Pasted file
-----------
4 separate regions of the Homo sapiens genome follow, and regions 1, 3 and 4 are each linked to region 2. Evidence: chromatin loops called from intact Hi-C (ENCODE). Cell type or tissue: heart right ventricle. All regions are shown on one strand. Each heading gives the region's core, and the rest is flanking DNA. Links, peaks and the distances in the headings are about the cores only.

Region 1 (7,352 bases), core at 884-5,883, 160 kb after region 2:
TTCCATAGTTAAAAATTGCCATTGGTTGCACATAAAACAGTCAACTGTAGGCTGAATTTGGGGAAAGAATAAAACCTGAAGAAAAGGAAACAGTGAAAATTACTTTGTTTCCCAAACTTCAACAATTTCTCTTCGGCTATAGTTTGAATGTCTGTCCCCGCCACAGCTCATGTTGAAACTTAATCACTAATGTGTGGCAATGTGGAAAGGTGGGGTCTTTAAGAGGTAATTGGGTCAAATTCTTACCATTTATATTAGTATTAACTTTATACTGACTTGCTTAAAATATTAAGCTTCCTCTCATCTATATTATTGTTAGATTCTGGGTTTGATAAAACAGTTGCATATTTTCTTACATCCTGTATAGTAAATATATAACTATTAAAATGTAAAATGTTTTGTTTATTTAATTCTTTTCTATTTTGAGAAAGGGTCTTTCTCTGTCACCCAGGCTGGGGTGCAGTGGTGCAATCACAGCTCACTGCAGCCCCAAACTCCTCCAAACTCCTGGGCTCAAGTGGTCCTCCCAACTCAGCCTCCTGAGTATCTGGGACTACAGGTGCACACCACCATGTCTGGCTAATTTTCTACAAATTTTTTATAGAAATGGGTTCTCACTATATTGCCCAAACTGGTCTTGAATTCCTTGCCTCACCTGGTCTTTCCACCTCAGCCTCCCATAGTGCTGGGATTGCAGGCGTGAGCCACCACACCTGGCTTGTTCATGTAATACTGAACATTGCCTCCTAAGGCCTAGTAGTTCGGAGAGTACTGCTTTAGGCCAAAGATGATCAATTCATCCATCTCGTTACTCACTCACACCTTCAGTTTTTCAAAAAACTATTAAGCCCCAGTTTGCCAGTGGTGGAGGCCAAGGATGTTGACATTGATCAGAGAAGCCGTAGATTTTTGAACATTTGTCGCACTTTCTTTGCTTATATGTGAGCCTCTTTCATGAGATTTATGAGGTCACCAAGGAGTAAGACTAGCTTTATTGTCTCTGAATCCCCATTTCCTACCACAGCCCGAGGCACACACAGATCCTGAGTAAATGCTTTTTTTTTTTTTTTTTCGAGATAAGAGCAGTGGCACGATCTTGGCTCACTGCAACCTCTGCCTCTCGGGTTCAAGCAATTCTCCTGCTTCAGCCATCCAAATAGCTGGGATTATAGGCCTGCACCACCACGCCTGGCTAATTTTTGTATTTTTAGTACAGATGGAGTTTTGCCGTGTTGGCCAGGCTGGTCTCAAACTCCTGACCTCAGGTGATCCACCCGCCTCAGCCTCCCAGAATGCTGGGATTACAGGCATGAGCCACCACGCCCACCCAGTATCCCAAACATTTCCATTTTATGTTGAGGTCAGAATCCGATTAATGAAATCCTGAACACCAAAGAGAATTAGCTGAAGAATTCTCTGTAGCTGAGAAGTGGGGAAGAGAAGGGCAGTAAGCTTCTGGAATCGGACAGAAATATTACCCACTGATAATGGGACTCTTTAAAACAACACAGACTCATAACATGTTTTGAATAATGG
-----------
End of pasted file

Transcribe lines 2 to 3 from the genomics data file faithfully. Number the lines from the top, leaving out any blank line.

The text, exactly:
Region 1 (7,352 bases), core at 884-5,883, 160 kb after region 2:
TTCCATAGTTAAAAATTGCCATTGGTTGCACATAAAACAGTCAACTGTAGGCTGAATTTGGGGAAAGAATAAAACCTGAAGAAAAGGAAACAGTGAAAATTACTTTGTTTCCCAAACTTCAACAATTTCTCTTCGGCTATAGTTTGAATGTCTGTCCCCGCCACAGCTCATGTTGAAACTTAATCACTAATGTGTGGCAATGTGGAAAGGTGGGGTCTTTAAGAGGTAATTGGGTCAAATTCTTACCATTTATATTAGTATTAACTTTATACTGACTTGCTTAAAATATTAAGCTTCCTCTCATCTATATTATTGTTAGATTCTGGGTTTGATAAAACAGTTGCATATTTTCTTACATCCTGTATAGTAAATATATAACTATTAAAATGTAAAATGTTTTGTTTATTTAATTCTTTTCTATTTTGAGAAAGGGTCTTTCTCTGTCACCCAGGCTGGGGTGCAGTGGTGCAATCACAGCTCACTGCAGCCCCAAACTCCTCCAAACTCCTGGGCTCAAGTGGTCCTCCCAACTCAGCCTCCTGAGTATCTGGGACTACAGGTGCACACCACCATGTCTGGCTAATTTTCTACAAATTTTTTATAGAAATGGGTTCTCACTATATTGCCCAAACTGGTCTTGAATTCCTTGCCTCACCTGGTCTTTCCACCTCAGCCTCCCATAGTGCTGGGATTGCAGGCGTGAGCCACCACACCTGGCTTGTTCATGTAATACTGAACATTGCCTCCTAAGGCCTAGTAGTTCGGAGAGTACTGCTTTAGGCCAAAGATGATCAATTCATCCATCTCGTTACTCACTCACACCTTCAGTTTTTCAAAAAACTATTAAGCCCCAGTTTGCCAGTGGTGGAGGCCAAGGATGTTGACATTGATCAGAGAAGCCGTAGATTTTTGAACATTTGTCGCACTTTCTTTGCTTATATGTGAGCCTCTTTCATGAGATTTATGAGGTCACCAAGGAGTAAGACTAGCTTTATTGTCTCTGAATCCCCATTTCCTACCACAGCCCGAGGCACACACAGATCCTGAGTAAATGCTTTTTTTTTTTTTTTTTCGAGATAAGAGCAGTGGCACGATCTTGGCTCACTGCAACCTCTGCCTCTCGGGTTCAAGCAATTCTCCTGCTTCAGCCATCCAAATAGCTGGGATTATAGGCCTGCACCACCACGCCTGGCTAATTTTTGTATTTTTAGTACAGATGGAGTTTTGCCGTGTTGGCCAGGCTGGTCTCAAACTCCTGACCTCAGGTGATCCACCCGCCTCAGCCTCCCAGAATGCTGGGATTACAGGCATGAGCCACCACGCCCACCCAGTATCCCAAACATTTCCATTTTATGTTGAGGTCAGAATCCGATTAATGAAATCCTGAACACCAAAGAGAATTAGCTGAAGAATTCTCTGTAGCTGAGAAGTGGGGAAGAGAAGGGCAGTAAGCTTCTGGAATCGGACAGAAATATTACCCACTGATAATGGGACTCTTTAAAACAACACAGACTCATAACATGTTTTGAATAATGG